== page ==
They aren’t your typical medical tourist patients because they actually have a home here and they split their time between the two. Even with the Brazilians, even though they have great doctors at home, they might spend a lot of time here if you take good care of them.
MTT: Can you give our readers an update from our interview in 2016. Tell us a little bit about OrthoNOW®.
AB: OrthoNOW®was developed because many times things come out of a frustration or a need.
What I saw and what I still see as a hand surgeon is that the majority of the patients have already been somewhere before they find their way to my office. Unfortunately, the other provider did very little for them.
If it’s a more significant injury, patients usually head to the hospital emergency room where the doctors might simply put on a dressing, treat with two or three stitches or put the patient in a splint and recommend that they see a specialist.
When the patient goes to the orthopedist, the doctor says the practice doesn’t really do complicated wrist treatments and advises the individual to seek a hand surgeon.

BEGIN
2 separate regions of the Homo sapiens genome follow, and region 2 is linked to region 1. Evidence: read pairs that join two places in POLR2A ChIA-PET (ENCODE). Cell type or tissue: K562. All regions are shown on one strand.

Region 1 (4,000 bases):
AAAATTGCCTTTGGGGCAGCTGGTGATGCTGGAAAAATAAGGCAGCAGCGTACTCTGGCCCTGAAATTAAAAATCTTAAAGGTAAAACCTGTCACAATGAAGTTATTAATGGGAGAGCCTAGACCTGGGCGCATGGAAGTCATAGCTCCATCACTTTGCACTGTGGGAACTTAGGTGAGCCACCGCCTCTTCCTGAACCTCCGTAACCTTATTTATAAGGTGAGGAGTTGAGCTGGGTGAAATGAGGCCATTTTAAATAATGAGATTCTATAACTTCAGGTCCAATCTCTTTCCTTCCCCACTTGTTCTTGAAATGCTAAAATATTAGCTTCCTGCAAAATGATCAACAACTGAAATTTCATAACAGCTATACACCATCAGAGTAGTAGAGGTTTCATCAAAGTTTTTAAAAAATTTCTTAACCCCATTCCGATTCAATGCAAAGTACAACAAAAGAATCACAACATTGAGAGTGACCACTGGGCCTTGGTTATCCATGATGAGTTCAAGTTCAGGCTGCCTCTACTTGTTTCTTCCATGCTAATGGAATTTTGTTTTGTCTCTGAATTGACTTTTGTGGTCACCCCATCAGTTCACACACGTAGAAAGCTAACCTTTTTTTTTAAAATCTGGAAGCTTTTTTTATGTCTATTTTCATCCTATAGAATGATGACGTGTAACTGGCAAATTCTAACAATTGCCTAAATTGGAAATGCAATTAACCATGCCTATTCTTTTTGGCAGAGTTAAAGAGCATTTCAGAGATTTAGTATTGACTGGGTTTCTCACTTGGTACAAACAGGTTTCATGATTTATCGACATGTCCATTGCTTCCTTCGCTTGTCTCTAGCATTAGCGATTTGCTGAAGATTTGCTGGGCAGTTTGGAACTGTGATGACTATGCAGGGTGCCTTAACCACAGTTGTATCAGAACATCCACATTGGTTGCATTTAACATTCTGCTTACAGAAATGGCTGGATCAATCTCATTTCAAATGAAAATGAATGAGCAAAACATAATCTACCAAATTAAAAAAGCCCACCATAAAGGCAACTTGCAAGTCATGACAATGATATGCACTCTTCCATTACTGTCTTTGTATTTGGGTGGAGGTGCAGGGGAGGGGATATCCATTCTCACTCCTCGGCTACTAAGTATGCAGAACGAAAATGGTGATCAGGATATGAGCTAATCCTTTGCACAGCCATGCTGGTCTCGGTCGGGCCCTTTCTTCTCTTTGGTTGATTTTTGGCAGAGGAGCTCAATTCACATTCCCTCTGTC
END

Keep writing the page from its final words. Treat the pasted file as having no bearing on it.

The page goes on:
Very often, I will be the third or fourth doctor in the string of events, and every one of those previous doctors has obviously billed the patient or the payer.
I wouldn’t say we work for free, but we often do. The point is that these patients go through what we call “referral roulette,” and until they find the right doctor who can actually address the problem, they bounce around from one medical office to the next.
What OrthoNOW®effectively addresses is that the patient avoids seeing numerous doctors who can’t treat the problem and gets to the right orthopedist first.
When patients come to OrthoNOW®, the clinicians at all our OrthoNOW®facilities can use our phone app, On My Way Nowto send me a picture of the x-ray, such as the hand for example. We can readily communicate and if the injury requires surgery, I talk to my surgical scheduler and the patient walks out of OrthoNOW®knowing that the next day at 3:00pm they are going to have the problem taken care of. It is all arranged for them.
MTT: This approach obviously saves time, energy and resources for the patient and the doctor. And it probably helps to avoid an emergency room visit.
AB:Yes, but patients still need to go the emergency room if grandma gets a hip fracture. She will, of course, need to be admitted and perhaps, see a cardiologist.
Hip surgery is not an ambulatory procedure, although little by little a lot of things are becoming outpatient surgeries. But short of severe trauma — like open tibia or femur fractures — there’s no reason to go to a hospital.
MTT: And the cost of going to OrthoNOW®vs. going to the ER?